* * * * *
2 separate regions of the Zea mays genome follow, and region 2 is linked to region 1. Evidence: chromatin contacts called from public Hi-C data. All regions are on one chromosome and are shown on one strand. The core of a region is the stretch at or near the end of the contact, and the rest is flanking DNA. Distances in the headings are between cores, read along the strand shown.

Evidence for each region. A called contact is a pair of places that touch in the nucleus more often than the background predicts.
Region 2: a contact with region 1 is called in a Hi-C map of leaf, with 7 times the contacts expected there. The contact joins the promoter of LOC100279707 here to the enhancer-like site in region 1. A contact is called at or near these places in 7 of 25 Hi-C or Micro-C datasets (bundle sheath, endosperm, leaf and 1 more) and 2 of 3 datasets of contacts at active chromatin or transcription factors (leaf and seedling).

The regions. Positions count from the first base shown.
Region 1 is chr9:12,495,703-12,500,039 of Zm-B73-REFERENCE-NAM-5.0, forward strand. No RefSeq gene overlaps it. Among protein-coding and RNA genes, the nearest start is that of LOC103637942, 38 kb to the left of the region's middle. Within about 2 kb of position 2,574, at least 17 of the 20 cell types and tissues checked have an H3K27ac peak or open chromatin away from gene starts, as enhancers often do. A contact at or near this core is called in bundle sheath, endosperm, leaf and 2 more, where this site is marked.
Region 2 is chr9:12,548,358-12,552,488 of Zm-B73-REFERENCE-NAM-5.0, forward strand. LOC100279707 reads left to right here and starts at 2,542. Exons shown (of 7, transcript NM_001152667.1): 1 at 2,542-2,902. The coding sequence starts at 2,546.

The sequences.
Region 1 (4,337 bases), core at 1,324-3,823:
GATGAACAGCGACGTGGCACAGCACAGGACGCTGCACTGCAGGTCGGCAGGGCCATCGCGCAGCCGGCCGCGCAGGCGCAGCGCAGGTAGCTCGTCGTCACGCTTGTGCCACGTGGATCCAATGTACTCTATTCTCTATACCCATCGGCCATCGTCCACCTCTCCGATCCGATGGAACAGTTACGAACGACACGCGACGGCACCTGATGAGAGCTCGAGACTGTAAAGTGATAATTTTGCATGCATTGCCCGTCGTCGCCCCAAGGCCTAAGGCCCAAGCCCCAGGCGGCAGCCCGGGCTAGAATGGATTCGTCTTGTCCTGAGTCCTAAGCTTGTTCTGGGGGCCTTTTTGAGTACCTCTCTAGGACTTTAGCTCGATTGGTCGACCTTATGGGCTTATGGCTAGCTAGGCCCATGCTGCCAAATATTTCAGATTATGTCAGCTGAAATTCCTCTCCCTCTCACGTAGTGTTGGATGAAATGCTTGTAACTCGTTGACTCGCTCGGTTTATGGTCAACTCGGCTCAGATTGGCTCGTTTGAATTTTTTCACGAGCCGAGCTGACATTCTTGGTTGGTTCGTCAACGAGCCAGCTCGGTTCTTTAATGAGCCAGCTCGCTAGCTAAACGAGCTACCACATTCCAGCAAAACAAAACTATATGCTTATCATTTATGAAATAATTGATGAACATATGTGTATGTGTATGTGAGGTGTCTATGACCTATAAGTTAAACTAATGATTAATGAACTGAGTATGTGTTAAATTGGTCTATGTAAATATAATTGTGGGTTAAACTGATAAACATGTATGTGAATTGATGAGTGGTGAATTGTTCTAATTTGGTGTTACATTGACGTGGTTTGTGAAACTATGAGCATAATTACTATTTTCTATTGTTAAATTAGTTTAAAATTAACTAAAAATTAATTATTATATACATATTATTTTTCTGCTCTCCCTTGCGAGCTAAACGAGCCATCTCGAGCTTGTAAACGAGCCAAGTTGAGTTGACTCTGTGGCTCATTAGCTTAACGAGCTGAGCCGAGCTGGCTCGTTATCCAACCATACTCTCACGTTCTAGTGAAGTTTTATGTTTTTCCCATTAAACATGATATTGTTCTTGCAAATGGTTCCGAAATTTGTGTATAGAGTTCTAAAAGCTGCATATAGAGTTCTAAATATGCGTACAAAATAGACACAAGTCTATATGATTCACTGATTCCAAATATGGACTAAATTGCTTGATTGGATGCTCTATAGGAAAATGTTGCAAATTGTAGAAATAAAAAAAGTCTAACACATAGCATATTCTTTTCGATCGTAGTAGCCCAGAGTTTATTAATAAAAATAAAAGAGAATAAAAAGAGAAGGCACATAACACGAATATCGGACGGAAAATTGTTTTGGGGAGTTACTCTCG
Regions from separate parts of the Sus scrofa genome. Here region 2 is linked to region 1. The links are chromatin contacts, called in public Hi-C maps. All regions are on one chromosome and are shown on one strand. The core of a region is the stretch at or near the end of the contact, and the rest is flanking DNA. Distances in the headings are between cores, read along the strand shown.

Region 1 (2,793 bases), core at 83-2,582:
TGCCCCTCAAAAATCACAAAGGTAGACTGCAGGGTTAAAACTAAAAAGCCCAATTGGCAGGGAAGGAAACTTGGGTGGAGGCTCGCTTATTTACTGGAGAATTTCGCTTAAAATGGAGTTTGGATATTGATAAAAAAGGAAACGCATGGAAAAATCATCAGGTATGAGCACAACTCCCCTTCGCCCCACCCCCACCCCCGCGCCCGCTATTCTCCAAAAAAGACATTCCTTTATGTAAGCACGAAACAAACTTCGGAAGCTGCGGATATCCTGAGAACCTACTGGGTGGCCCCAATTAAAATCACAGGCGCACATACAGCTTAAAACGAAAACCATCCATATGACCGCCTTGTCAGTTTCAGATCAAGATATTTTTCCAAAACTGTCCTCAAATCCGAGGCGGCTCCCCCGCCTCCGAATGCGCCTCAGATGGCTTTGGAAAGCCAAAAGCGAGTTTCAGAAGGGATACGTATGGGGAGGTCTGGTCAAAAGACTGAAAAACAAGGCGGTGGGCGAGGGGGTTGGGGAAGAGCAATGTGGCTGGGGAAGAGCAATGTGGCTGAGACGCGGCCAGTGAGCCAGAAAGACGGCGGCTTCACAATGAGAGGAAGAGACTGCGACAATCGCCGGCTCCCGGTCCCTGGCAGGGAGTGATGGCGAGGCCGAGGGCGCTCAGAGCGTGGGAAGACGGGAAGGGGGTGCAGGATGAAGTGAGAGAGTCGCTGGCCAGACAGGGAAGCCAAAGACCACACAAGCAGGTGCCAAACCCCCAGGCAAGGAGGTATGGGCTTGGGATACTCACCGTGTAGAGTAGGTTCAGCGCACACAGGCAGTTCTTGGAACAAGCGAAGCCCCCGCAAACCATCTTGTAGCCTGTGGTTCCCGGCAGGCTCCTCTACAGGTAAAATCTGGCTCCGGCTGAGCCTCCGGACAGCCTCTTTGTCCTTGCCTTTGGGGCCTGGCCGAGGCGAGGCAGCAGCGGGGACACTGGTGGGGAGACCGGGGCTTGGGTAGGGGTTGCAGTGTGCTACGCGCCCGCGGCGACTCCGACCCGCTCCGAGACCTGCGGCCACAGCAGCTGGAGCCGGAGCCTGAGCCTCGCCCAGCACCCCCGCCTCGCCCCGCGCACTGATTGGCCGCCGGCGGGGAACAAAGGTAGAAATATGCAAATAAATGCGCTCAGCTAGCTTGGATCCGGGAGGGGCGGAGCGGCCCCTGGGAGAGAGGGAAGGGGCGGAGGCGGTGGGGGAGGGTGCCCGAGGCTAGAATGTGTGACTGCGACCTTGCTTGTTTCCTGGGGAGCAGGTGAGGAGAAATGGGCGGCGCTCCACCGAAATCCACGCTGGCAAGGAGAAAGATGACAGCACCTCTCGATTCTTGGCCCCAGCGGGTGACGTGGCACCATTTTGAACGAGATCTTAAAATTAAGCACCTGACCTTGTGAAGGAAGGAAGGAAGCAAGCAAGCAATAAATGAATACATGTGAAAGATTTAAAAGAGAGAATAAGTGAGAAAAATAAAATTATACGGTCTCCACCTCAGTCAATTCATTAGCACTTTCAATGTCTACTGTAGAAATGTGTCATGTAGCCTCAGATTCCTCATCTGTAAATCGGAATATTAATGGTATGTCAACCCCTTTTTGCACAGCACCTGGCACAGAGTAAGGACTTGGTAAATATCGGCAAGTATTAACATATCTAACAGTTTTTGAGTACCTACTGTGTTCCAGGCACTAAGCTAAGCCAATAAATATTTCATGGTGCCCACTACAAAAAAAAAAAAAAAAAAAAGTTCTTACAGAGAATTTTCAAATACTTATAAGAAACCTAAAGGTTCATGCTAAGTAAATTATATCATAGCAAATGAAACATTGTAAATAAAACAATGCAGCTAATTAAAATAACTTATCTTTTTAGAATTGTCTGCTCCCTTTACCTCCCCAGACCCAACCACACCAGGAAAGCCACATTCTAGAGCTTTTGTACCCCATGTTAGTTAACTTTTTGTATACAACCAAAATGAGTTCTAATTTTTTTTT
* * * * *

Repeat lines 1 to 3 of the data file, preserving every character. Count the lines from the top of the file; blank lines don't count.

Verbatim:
2 separate regions of the Zea mays genome follow, and region 2 is linked to region 1. Evidence: chromatin contacts called from public Hi-C data. All regions are on one chromosome and are shown on one strand. The core of a region is the stretch at or near the end of the contact, and the rest is flanking DNA. Distances in the headings are between cores, read along the strand shown.

Evidence for each region. A called contact is a pair of places that touch in the nucleus more often than the background predicts.
Region 2: a contact with region 1 is called in a Hi-C map of leaf, with 7 times the contacts expected there. The contact joins the promoter of LOC100279707 here to the enhancer-like site in region 1. A contact is called at or near these places in 7 of 25 Hi-C or Micro-C datasets (bundle sheath, endosperm, leaf and 1 more) and 2 of 3 datasets of contacts at active chromatin or transcription factors (leaf and seedling).